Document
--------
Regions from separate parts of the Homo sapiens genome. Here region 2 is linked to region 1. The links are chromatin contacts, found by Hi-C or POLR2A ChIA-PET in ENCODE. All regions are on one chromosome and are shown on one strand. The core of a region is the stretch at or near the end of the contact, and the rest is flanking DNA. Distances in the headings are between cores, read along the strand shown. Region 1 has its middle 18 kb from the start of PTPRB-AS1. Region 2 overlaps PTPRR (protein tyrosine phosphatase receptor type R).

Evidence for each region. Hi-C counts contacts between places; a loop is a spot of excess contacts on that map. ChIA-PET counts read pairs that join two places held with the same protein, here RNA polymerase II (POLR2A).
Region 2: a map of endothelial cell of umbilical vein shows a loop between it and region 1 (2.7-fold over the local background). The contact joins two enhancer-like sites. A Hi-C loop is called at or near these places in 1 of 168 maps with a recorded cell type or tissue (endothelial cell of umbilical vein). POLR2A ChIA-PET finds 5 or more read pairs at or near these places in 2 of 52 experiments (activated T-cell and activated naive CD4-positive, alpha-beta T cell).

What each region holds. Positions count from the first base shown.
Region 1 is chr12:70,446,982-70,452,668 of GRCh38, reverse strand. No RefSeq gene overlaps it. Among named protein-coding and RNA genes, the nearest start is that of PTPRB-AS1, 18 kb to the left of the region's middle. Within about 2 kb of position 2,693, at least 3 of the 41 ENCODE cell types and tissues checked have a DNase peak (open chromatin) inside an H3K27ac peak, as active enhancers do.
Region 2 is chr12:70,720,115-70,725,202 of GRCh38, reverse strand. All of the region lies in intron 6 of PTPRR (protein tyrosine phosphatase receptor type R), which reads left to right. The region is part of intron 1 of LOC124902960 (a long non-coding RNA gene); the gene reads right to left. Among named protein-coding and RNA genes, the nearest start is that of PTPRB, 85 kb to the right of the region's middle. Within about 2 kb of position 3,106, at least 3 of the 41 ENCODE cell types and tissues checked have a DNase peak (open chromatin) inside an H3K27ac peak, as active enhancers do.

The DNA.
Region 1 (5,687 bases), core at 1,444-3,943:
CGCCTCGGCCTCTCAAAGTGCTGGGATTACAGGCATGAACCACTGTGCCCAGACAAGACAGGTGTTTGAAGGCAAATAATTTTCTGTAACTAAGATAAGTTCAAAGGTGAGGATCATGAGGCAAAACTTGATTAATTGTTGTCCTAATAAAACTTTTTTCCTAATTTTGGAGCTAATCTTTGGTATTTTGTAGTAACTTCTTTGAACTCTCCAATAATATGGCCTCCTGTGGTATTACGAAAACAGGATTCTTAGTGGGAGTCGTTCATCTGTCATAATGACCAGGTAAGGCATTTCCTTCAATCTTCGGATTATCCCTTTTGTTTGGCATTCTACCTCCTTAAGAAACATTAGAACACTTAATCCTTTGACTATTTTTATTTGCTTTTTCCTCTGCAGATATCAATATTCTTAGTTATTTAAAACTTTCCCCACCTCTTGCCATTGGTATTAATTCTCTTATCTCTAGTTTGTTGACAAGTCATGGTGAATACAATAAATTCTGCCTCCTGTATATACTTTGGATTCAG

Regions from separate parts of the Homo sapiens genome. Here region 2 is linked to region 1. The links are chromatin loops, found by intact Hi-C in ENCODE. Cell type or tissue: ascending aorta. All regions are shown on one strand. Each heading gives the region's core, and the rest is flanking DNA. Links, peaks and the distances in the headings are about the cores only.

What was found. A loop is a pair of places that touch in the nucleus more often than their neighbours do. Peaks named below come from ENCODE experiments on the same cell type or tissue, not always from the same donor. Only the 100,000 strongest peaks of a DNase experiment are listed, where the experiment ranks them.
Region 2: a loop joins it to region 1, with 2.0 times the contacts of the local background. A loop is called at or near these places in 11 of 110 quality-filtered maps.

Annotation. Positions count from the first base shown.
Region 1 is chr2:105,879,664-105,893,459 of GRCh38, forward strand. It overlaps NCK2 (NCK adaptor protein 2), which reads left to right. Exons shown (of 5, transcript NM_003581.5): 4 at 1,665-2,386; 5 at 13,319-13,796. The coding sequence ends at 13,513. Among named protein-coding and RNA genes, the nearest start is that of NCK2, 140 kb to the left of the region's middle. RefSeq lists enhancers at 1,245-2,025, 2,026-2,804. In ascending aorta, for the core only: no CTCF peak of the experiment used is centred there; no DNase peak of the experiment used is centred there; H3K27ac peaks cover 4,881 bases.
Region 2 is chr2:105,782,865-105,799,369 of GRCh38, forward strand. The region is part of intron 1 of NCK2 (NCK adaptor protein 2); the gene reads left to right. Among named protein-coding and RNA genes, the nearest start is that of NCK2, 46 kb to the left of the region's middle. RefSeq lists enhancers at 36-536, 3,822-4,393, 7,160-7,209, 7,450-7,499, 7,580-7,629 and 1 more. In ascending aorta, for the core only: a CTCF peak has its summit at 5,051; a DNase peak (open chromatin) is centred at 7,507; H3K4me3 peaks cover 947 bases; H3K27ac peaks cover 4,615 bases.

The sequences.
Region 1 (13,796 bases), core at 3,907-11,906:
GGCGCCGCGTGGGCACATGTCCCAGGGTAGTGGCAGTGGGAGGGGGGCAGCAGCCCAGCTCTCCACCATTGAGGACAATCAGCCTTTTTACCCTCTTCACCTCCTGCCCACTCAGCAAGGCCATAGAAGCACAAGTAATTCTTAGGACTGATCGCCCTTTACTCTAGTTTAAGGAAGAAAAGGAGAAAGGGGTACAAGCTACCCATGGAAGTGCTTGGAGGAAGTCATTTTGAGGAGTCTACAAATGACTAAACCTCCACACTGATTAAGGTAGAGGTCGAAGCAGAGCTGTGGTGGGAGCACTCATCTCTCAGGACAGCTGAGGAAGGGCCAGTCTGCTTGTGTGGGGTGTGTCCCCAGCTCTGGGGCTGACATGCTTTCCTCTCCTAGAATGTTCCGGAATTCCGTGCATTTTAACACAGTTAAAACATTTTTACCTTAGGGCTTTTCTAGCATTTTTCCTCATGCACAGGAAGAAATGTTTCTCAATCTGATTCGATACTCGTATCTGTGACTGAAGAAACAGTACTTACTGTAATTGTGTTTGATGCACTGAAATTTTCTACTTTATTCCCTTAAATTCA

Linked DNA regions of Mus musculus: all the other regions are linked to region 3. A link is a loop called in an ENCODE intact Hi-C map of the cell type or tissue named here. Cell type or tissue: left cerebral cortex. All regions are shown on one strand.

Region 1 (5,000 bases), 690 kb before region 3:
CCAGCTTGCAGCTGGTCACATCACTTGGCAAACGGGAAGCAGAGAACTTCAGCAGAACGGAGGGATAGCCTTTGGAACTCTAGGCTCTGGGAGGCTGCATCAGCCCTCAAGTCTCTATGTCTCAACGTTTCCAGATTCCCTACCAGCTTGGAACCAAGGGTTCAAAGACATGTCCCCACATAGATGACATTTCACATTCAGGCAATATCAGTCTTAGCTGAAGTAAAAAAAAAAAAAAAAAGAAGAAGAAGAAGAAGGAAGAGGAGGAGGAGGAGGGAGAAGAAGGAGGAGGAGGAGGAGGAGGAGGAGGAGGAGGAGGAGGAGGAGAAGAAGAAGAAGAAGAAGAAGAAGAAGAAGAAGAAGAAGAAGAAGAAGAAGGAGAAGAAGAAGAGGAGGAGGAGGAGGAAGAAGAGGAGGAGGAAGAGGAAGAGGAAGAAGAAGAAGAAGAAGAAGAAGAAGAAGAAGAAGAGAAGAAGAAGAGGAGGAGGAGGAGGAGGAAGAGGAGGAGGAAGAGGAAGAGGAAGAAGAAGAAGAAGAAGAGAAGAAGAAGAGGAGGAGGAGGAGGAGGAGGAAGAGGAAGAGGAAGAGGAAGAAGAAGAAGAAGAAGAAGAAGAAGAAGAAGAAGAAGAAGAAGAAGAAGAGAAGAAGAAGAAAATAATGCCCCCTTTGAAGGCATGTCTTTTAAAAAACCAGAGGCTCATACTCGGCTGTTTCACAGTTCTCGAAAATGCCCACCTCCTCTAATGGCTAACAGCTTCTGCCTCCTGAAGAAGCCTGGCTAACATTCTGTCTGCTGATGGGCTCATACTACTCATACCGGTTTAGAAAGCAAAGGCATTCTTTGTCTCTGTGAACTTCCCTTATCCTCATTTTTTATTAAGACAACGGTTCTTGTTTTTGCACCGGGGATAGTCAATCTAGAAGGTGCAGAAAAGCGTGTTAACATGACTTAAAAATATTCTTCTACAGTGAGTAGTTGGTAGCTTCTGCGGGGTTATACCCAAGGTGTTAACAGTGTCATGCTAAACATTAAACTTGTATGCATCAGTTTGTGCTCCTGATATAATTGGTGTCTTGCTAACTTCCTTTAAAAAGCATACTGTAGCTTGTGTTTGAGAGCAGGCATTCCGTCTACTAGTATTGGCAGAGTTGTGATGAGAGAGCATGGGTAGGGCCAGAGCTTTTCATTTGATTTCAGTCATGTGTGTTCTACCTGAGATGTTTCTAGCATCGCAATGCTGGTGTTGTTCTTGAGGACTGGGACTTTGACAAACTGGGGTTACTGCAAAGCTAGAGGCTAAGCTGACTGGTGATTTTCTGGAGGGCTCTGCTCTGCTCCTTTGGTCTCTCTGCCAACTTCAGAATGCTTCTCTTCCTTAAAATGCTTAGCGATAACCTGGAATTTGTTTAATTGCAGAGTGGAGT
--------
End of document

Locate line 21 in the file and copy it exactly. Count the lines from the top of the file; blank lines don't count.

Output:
CCAGCTTGCAGCTGGTCACATCACTTGGCAAACGGGAAGCAGAGAACTTCAGCAGAACGGAGGGATAGCCTTTGGAACTCTAGGCTCTGGGAGGCTGCATCAGCCCTCAAGTCTCTATGTCTCAACGTTTCCAGATTCCCTACCAGCTTGGAACCAAGGGTTCAAAGACATGTCCCCACATAGATGACATTTCACATTCAGGCAATATCAGTCTTAGCTGAAGTAAAAAAAAAAAAAAAAAGAAGAAGAAGAAGAAGGAAGAGGAGGAGGAGGAGGGAGAAGAAGGAGGAGGAGGAGGAGGAGGAGGAGGAGGAGGAGGAGGAGGAGAAGAAGAAGAAGAAGAAGAAGAAGAAGAAGAAGAAGAAGAAGAAGAAGAAGGAGAAGAAGAAGAGGAGGAGGAGGAGGAAGAAGAGGAGGAGGAAGAGGAAGAGGAAGAAGAAGAAGAAGAAGAAGAAGAAGAAGAAGAAGAGAAGAAGAAGAGGAGGAGGAGGAGGAGGAAGAGGAGGAGGAAGAGGAAGAGGAAGAAGAAGAAGAAGAAGAGAAGAAGAAGAGGAGGAGGAGGAGGAGGAGGAAGAGGAAGAGGAAGAGGAAGAAGAAGAAGAAGAAGAAGAAGAAGAAGAAGAAGAAGAAGAAGAAGAAGAGAAGAAGAAGAAAATAATGCCCCCTTTGAAGGCATGTCTTTTAAAAAACCAGAGGCTCATACTCGGCTGTTTCACAGTTCTCGAAAATGCCCACCTCCTCTAATGGCTAACAGCTTCTGCCTCCTGAAGAAGCCTGGCTAACATTCTGTCTGCTGATGGGCTCATACTACTCATACCGGTTTAGAAAGCAAAGGCATTCTTTGTCTCTGTGAACTTCCCTTATCCTCATTTTTTATTAAGACAACGGTTCTTGTTTTTGCACCGGGGATAGTCAATCTAGAAGGTGCAGAAAAGCGTGTTAACATGACTTAAAAATATTCTTCTACAGTGAGTAGTTGGTAGCTTCTGCGGGGTTATACCCAAGGTGTTAACAGTGTCATGCTAAACATTAAACTTGTATGCATCAGTTTGTGCTCCTGATATAATTGGTGTCTTGCTAACTTCCTTTAAAAAGCATACTGTAGCTTGTGTTTGAGAGCAGGCATTCCGTCTACTAGTATTGGCAGAGTTGTGATGAGAGAGCATGGGTAGGGCCAGAGCTTTTCATTTGATTTCAGTCATGTGTGTTCTACCTGAGATGTTTCTAGCATCGCAATGCTGGTGTTGTTCTTGAGGACTGGGACTTTGACAAACTGGGGTTACTGCAAAGCTAGAGGCTAAGCTGACTGGTGATTTTCTGGAGGGCTCTGCTCTGCTCCTTTGGTCTCTCTGCCAACTTCAGAATGCTTCTCTTCCTTAAAATGCTTAGCGATAACCTGGAATTTGTTTAATTGCAGAGTGGAGT